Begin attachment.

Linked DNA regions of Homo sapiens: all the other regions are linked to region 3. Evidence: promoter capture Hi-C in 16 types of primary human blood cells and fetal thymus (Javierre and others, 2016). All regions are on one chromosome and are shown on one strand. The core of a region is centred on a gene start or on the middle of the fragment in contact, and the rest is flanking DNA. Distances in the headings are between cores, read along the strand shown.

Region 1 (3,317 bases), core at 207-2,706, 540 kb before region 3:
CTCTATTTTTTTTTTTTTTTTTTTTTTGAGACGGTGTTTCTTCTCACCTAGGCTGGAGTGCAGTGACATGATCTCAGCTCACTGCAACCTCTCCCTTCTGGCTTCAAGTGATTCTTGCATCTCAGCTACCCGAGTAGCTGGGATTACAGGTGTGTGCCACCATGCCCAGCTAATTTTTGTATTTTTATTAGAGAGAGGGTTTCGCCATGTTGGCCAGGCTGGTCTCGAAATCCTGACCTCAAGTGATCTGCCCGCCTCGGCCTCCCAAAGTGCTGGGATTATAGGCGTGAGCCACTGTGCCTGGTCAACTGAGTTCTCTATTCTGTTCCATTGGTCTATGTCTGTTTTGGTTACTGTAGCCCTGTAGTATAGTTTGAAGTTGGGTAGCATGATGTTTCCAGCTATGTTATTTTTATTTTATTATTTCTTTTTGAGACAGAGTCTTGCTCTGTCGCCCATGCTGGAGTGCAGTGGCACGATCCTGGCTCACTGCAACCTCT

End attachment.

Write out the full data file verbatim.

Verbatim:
Linked DNA regions of Homo sapiens: all the other regions are linked to region 3. Evidence: promoter capture Hi-C in 16 types of primary human blood cells and fetal thymus (Javierre and others, 2016). All regions are on one chromosome and are shown on one strand. The core of a region is centred on a gene start or on the middle of the fragment in contact, and the rest is flanking DNA. Distances in the headings are between cores, read along the strand shown.

Region 1 (3,317 bases), core at 207-2,706, 540 kb before region 3:
CTCTATTTTTTTTTTTTTTTTTTTTTTGAGACGGTGTTTCTTCTCACCTAGGCTGGAGTGCAGTGACATGATCTCAGCTCACTGCAACCTCTCCCTTCTGGCTTCAAGTGATTCTTGCATCTCAGCTACCCGAGTAGCTGGGATTACAGGTGTGTGCCACCATGCCCAGCTAATTTTTGTATTTTTATTAGAGAGAGGGTTTCGCCATGTTGGCCAGGCTGGTCTCGAAATCCTGACCTCAAGTGATCTGCCCGCCTCGGCCTCCCAAAGTGCTGGGATTATAGGCGTGAGCCACTGTGCCTGGTCAACTGAGTTCTCTATTCTGTTCCATTGGTCTATGTCTGTTTTGGTTACTGTAGCCCTGTAGTATAGTTTGAAGTTGGGTAGCATGATGTTTCCAGCTATGTTATTTTTATTTTATTATTTCTTTTTGAGACAGAGTCTTGCTCTGTCGCCCATGCTGGAGTGCAGTGGCACGATCCTGGCTCACTGCAACCTCT